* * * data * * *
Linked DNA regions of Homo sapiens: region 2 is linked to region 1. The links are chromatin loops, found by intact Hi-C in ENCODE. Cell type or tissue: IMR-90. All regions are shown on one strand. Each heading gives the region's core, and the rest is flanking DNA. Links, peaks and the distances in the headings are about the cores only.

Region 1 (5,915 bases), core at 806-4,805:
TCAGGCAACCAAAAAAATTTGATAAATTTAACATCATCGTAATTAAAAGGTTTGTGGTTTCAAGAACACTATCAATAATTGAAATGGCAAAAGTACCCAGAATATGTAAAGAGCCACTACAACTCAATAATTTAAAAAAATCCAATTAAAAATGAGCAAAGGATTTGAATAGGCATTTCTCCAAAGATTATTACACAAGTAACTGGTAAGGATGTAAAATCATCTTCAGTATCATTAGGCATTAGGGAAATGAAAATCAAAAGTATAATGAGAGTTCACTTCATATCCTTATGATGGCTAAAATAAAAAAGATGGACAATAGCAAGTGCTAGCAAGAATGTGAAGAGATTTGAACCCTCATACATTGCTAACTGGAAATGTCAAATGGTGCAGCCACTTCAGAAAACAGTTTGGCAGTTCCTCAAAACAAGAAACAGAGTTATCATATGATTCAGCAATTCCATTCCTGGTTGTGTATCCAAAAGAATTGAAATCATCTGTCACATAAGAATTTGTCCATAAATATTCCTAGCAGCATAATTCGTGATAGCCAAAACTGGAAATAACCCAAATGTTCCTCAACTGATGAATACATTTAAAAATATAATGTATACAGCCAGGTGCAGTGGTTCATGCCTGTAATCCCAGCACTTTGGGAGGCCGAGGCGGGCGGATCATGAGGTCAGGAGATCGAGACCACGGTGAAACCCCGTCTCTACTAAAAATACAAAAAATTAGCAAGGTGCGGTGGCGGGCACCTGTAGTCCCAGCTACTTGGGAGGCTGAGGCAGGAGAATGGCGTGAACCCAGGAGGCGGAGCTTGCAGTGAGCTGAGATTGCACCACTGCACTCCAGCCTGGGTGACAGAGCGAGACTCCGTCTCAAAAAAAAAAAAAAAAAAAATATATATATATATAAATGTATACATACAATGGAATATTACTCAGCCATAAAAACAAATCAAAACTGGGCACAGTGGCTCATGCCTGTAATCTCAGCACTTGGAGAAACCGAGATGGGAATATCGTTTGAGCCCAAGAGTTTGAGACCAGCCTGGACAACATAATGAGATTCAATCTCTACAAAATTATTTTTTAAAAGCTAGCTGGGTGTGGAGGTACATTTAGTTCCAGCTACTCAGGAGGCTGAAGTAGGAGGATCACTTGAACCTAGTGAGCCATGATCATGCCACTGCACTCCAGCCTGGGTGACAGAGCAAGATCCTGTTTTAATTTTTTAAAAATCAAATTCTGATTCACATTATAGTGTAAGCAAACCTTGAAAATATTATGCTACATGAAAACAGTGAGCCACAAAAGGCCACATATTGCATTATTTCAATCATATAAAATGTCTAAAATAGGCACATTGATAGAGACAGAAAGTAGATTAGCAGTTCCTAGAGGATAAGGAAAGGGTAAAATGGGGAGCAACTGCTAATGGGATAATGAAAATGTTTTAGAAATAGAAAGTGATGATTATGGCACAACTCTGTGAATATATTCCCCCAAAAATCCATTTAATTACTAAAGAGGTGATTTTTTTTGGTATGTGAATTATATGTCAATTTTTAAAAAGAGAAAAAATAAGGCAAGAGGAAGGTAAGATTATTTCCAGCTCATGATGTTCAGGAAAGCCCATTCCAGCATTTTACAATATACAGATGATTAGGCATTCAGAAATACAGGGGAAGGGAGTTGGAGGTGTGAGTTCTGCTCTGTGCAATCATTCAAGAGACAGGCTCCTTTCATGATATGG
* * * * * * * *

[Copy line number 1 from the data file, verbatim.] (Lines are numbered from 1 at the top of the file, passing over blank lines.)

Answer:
Linked DNA regions of Homo sapiens: region 2 is linked to region 1. The links are chromatin loops, found by intact Hi-C in ENCODE. Cell type or tissue: IMR-90. All regions are shown on one strand. Each heading gives the region's core, and the rest is flanking DNA. Links, peaks and the distances in the headings are about the cores only.